Published: March 18, 2020

By Jim Lichtman
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“Crisis doesn’t change people; it reveals them.” – Eric Walters, Canadian author

Character is not something we’re born with. It’s a combination of our highest attributes developed throughout our lives. Time and again, we see remarkable demonstrations of character in small and large ways. Many of them don’t make the news. Here are three that did.

Last Wednesday, actor Tom Hanks and his wife Rita Wilson announced that they both tested positive for the coronavirus while on location in Australia.

“Hello, folks. Rita and I are down here in Australia. We felt a bit tired, like we had colds, and some body aches. Rita had some chills that came and went. Slight fevers too. To play things right, as is needed in the world right now, we were tested for the coronavirus and were found to be positive.

“Well, now. What to do next? The Medical Officials have protocols that must be followed. We Hanks’ will be tested, observed, and isolated for as long as public health and safety require. Not much more to it than a one-day-at-a-time approach, no?

“We’ll keep the world posted and updated.

“Take care of yourselves! Hanx!”

“People across the globe sent Mr. Hanks ‘get well’ messages; others asked for 2020 to be canceled,” The New York Times reported (Mar. 12). “Many thanked Hollywood’s unofficial goodwill ambassador for his ‘graceful leadership’ …”

What makes this particularly special is that due to their high profile, the actions that Hanks and his wife have taken in seeking medical help and notifying the press have amplified concern about the virus and have had a very real impact.

They could have kept it private, (until the media ultimately would have discovered it). Their concern for others encourages us to listen to the experts and take the necessary precautions.

Chef Jose Andrés is the man responsible for serving more than 3.5 million meals to residents of Puerto Rico after the devastation from Hurricane Maria in 2017, and again when the small island was struck by a 6.0 earthquake in January.

With the coronavirus forcing many restaurants to close, Andrés is stepping up yet, again! “Chef José Andrés is transforming eight of his acclaimed restaurants in New York City and Washington, DC, into gourmet soup kitchens of sorts for those who are struggling to make ends meet during the coronavirus pandemic,” The New York Post reports (Mar. 16).

“While the to-go only meals cost $7 for guests who can afford it, volunteers running the community kitchens will be flexible with patrons who may be out of work or financially constrained due to a near shutdown of daily life. There’s also an option to donate a meal to someone else who might need it.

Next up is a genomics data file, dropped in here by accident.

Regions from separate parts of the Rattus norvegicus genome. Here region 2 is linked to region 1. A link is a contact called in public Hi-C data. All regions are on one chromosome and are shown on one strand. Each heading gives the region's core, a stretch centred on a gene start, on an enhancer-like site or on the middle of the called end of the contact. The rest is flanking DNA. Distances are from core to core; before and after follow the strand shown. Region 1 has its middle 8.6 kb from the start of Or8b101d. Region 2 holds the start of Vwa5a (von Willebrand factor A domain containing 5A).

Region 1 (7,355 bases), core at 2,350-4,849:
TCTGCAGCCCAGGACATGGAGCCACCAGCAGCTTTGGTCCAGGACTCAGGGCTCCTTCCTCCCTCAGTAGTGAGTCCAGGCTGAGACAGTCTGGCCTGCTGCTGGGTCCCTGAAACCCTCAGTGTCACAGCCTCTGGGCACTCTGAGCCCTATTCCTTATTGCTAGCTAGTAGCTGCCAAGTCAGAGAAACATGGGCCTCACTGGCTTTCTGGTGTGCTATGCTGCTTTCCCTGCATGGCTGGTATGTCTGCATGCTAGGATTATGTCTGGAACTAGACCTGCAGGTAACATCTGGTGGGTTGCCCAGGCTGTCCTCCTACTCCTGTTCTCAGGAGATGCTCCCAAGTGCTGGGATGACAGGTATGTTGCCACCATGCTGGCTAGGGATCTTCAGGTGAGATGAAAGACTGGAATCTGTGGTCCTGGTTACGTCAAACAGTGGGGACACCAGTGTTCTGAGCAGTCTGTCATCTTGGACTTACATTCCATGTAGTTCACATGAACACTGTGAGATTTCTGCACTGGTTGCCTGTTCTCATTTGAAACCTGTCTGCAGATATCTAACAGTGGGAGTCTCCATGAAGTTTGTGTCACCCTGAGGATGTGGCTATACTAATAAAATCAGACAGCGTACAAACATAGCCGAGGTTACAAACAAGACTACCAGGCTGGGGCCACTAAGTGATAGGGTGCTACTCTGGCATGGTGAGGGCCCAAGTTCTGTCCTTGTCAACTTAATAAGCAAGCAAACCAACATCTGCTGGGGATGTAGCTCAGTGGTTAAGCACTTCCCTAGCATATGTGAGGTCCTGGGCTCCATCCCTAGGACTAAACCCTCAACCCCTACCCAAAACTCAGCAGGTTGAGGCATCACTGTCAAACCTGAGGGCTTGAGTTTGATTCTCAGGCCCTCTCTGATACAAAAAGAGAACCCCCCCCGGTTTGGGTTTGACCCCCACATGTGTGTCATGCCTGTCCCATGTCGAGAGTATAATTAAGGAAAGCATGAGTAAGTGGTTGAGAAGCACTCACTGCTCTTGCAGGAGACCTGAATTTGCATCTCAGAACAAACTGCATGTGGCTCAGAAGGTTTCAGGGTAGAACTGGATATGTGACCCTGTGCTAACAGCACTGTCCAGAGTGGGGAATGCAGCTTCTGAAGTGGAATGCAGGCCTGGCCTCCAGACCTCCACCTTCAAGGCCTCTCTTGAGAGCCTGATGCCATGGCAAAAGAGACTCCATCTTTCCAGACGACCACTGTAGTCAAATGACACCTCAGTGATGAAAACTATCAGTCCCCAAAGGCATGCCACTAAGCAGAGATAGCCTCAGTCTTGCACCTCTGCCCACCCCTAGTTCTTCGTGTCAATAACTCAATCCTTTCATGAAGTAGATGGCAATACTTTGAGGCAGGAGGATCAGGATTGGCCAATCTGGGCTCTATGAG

“ ‘Those who cannot afford to pay we will welcome as well,’ Andrés said in a statement, adding that many of his restaurants will otherwise be closed.”

He’s also assisting his employees by giving them paid leave for at least two weeks.

André’s compassion and commitment are boundless, and is an example of how one individual, and his loyal staff, can make a real difference.

While Ohio Governor Mike DeWine has postponed primary voting to help reduce the spread of the coronavirus, the Coaches Bar and Grill in Columbus was busy preparing to close last Sunday on orders by the governor to close all restaurants and bars and limit their service to carry out and delivery. Before they closed, however, one anonymous customer surprised the staff with a $2,500 tip following a dinner order of $29.75.

“ ‘It brought some of them to tears. They are going to split it 13 ways and it’s going to help them and we are a family and we will get through it together,’ Coaches employee Benny Leonard told WCMH. ‘It’s humanity at its best,’ Leonard added.”

Character is forged by facing problems, large and small with a sense of duty and assurance. And when we face an extraordinary crisis, one that challenges us all, it’s the character of individuals who step forward and do what is necessary – not because they’re asked – but because they see a need.

Whether it’s actors sharing their personal experiences to validate how serious a crisis is and encourage us to take action; a restaurant patron whose kindness helps the staff who have been affected by a business closing; or a chef who voluntarily steps into an unexpected emergency and feeds millions, all demonstrate that singular quality of character.

No matter their race, color or creed, people of character formed a country, fought wars and survived hardships. During this latest crisis, the compassion, commitment and concern for others is another demonstration of America at its best.


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